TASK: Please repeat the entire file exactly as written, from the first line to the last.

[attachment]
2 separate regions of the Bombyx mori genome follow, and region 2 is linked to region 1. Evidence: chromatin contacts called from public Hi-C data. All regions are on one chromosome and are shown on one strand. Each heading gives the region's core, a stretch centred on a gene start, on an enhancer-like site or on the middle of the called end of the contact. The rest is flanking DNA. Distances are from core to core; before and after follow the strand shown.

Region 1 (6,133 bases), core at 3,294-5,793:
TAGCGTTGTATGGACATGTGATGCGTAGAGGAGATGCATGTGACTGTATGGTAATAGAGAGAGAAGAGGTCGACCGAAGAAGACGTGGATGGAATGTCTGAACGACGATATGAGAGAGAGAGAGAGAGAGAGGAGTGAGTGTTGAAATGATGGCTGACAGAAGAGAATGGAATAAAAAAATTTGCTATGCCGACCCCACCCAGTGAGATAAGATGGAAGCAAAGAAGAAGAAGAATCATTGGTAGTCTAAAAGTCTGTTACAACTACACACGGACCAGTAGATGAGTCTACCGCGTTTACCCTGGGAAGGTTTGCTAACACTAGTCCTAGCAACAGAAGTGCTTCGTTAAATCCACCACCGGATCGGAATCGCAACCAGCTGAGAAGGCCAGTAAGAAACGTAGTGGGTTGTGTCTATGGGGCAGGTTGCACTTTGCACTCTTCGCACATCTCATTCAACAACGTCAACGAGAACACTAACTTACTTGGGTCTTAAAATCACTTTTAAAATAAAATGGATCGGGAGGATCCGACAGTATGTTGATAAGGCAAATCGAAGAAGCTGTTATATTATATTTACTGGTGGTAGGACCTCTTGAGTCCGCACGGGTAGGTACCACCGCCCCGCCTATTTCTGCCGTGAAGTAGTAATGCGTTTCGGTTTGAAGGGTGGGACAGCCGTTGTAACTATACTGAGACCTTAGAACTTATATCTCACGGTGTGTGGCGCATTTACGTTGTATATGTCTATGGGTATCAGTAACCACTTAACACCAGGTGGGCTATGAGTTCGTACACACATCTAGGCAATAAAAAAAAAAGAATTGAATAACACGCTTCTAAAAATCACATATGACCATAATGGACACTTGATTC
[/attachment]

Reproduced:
2 separate regions of the Bombyx mori genome follow, and region 2 is linked to region 1. Evidence: chromatin contacts called from public Hi-C data. All regions are on one chromosome and are shown on one strand. Each heading gives the region's core, a stretch centred on a gene start, on an enhancer-like site or on the middle of the called end of the contact. The rest is flanking DNA. Distances are from core to core; before and after follow the strand shown.

Region 1 (6,133 bases), core at 3,294-5,793:
TAGCGTTGTATGGACATGTGATGCGTAGAGGAGATGCATGTGACTGTATGGTAATAGAGAGAGAAGAGGTCGACCGAAGAAGACGTGGATGGAATGTCTGAACGACGATATGAGAGAGAGAGAGAGAGAGAGGAGTGAGTGTTGAAATGATGGCTGACAGAAGAGAATGGAATAAAAAAATTTGCTATGCCGACCCCACCCAGTGAGATAAGATGGAAGCAAAGAAGAAGAAGAATCATTGGTAGTCTAAAAGTCTGTTACAACTACACACGGACCAGTAGATGAGTCTACCGCGTTTACCCTGGGAAGGTTTGCTAACACTAGTCCTAGCAACAGAAGTGCTTCGTTAAATCCACCACCGGATCGGAATCGCAACCAGCTGAGAAGGCCAGTAAGAAACGTAGTGGGTTGTGTCTATGGGGCAGGTTGCACTTTGCACTCTTCGCACATCTCATTCAACAACGTCAACGAGAACACTAACTTACTTGGGTCTTAAAATCACTTTTAAAATAAAATGGATCGGGAGGATCCGACAGTATGTTGATAAGGCAAATCGAAGAAGCTGTTATATTATATTTACTGGTGGTAGGACCTCTTGAGTCCGCACGGGTAGGTACCACCGCCCCGCCTATTTCTGCCGTGAAGTAGTAATGCGTTTCGGTTTGAAGGGTGGGACAGCCGTTGTAACTATACTGAGACCTTAGAACTTATATCTCACGGTGTGTGGCGCATTTACGTTGTATATGTCTATGGGTATCAGTAACCACTTAACACCAGGTGGGCTATGAGTTCGTACACACATCTAGGCAATAAAAAAAAAAGAATTGAATAACACGCTTCTAAAAATCACATATGACCATAATGGACACTTGATTC